The Fruitful Friends partnership between Lueders and Lulla didn’t feel complete, though. Lueders decided to bring Lulla on as an employee and eventually business partner. They’re currently in the process of finalizing that move and looking ahead to the future of Fruitful Design.

One thing they’re doing to enhance their Fruitful Friends network is to include more services like the execution of social media plans, custom web development and coding, app development and video services.

Fruitful Design has already expanded out of the world of straightforward graphic design work and has worked with companies to design apps and intranets. They also created a pack of Apple Messenger stickers with coder Allen Gilbert that caught the eye of Apple.

“Apple taking notice of something we’ve done is incredible,” said Lueders.

They worked with Gilbert to design an app that manages the energy output of buildings such as the Empire State Building. They also worked with H4 Technology to provide the UI/UX design for the Nebraska Department of Health and Human Services’ Compass application and are working on the intranet for Fusion Medical Staffing.

“The technology is so important, but in our opinion, its success rises or falls on the user experience,” said Lulla. “That’s really where design and technology need each other so desperately. You can have a great idea but if it’s poorly executed, it’s not going to catch on.”

Lueders and Lulla also have some partnerships in the works to help clients understand and utilize the power of their newly designed content. They want their clients to know that Fruitful Design isn’t just a design agency, they’re also investing in the future success of their clients.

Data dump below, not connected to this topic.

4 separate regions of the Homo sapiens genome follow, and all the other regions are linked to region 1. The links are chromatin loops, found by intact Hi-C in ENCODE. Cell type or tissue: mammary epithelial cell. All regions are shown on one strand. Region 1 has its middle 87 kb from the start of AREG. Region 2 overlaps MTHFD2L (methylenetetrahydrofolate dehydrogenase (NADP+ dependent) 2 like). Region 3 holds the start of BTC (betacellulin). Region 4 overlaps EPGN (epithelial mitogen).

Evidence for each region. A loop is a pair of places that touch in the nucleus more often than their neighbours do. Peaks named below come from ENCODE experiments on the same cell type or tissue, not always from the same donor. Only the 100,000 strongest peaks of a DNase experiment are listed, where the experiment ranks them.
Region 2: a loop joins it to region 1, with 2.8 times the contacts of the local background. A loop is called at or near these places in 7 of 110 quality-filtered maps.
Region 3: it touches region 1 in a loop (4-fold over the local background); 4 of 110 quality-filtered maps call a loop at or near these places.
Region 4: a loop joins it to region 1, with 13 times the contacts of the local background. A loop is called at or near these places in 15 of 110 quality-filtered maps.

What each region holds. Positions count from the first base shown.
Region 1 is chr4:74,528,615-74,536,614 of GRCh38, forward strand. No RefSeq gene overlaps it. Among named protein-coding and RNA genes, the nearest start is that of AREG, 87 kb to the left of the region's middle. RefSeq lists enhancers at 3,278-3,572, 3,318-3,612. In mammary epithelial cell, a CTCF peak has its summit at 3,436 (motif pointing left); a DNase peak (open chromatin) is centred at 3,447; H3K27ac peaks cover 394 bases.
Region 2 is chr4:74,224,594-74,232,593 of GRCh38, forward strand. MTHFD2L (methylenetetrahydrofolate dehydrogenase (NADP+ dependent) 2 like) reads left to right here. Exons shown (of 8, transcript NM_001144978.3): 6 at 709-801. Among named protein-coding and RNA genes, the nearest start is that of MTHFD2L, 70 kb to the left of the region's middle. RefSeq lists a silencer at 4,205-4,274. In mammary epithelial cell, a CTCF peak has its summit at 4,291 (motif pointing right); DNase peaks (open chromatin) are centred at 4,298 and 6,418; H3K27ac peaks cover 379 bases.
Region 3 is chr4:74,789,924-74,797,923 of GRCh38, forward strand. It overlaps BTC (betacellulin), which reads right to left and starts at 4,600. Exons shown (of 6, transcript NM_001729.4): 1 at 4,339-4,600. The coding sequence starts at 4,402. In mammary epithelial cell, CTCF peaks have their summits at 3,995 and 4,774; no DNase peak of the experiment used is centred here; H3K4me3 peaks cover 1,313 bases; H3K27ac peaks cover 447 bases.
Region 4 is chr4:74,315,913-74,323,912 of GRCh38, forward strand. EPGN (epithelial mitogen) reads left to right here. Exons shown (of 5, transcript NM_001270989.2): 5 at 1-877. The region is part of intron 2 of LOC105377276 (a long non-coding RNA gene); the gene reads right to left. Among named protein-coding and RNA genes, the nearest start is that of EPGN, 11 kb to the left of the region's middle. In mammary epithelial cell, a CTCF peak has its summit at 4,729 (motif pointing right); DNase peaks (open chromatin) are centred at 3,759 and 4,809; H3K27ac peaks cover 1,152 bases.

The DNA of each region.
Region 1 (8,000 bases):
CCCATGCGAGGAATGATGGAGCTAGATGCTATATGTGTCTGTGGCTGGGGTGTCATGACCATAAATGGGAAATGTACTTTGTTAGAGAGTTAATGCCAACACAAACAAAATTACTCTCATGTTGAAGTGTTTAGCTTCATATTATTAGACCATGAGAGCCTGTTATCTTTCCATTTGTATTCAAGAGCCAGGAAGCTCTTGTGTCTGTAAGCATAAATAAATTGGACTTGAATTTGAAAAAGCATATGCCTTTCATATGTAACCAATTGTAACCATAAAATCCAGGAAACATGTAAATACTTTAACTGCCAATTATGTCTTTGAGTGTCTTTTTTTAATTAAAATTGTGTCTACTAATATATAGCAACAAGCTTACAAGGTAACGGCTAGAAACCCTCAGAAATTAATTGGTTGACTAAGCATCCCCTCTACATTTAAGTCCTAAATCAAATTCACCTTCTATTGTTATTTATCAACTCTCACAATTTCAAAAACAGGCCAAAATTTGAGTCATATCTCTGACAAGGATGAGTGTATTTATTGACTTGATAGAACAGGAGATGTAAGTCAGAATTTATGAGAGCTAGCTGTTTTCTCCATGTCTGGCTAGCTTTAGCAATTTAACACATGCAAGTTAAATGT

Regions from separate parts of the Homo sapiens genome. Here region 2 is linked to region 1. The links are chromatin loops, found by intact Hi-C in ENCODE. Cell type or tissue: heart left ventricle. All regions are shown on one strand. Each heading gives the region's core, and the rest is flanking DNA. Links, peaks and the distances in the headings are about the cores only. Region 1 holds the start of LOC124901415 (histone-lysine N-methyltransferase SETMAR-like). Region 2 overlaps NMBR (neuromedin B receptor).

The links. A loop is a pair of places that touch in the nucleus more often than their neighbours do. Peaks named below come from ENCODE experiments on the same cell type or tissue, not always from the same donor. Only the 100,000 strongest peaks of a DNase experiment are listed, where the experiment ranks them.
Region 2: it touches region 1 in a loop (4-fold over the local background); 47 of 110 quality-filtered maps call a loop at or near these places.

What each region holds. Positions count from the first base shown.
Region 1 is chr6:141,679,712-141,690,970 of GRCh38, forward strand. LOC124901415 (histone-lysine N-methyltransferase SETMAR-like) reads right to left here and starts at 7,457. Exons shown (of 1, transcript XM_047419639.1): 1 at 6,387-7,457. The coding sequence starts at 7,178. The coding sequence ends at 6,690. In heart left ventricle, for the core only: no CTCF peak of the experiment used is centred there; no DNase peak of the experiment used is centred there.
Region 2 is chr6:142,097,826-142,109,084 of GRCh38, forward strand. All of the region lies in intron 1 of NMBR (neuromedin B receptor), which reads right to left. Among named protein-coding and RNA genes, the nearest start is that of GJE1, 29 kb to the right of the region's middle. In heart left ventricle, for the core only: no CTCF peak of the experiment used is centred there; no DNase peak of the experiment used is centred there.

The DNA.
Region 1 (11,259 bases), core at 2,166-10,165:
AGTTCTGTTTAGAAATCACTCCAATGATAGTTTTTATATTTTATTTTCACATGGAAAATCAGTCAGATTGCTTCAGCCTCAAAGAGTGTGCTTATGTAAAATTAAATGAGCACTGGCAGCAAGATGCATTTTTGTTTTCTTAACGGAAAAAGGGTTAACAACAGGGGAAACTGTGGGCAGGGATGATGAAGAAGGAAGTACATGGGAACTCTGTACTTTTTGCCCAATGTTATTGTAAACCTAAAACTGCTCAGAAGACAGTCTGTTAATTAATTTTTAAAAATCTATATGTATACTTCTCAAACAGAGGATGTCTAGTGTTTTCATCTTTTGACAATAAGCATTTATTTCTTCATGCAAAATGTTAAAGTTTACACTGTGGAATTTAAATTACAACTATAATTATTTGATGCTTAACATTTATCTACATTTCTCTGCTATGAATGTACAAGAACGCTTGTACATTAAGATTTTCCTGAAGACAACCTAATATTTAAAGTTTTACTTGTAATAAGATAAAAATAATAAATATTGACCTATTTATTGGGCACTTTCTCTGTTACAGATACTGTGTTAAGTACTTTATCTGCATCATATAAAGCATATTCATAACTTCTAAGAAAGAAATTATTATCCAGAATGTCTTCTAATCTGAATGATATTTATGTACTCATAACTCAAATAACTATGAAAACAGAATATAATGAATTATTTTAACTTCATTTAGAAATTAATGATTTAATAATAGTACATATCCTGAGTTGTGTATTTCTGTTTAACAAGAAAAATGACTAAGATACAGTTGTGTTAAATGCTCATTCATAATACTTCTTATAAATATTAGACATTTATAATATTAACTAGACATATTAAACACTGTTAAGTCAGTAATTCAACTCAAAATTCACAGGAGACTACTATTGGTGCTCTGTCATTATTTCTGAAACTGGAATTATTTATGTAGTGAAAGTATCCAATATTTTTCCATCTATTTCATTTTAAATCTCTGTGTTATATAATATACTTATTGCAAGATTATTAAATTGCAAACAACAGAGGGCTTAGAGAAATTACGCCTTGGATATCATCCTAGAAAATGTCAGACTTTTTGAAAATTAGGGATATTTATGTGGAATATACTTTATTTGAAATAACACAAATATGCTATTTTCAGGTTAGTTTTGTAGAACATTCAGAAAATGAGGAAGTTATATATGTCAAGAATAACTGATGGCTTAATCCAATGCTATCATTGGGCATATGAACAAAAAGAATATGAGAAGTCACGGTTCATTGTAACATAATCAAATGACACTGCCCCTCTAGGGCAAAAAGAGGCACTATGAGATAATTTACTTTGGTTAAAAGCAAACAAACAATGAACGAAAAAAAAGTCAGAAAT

Whichever path they decide to take, it won’t be a move they make without putting in lots of time and thought.

“There have been these moments of identity check where we decide are we hiring five more designers, or are we hiring a strategist” said Lulla. “How wide are we going to get in our focus?”

“It kind of comes back to the name,” said Lueders. “The idea behind Fruitful is really wanting our clients to be fruitful. It’s not just a pretty logo or a pretty website, but we want to be more invested in the actual outcomes of the things we design. We want it to be a holistic package.”

Lueders and Lulla see their trajectory from side-gig to growing design firm reflected in the stories of other Omaha startups.

“When we go to Big Omaha, we hear the stories that sound like ours,” said Lulla. “The relationships, having to have good chemistry on your teams. Hearing the stories of people creating things, it’s exactly what we’ve gone through.”

They believe in collaboration both between their Fruitful Friends network and with other businesses in the area, whether that’s talking business tips with Dusty Davidson from Flywheel or connecting with Agape Red to design a project.

“There can be a lot of competition and sizing up, but at the end of the day, we love working with awesome people and there’s a lot of awesome people in our area,” said Lueders.

Christine McGuigan is the Associate Editor of Silicon Prairie News.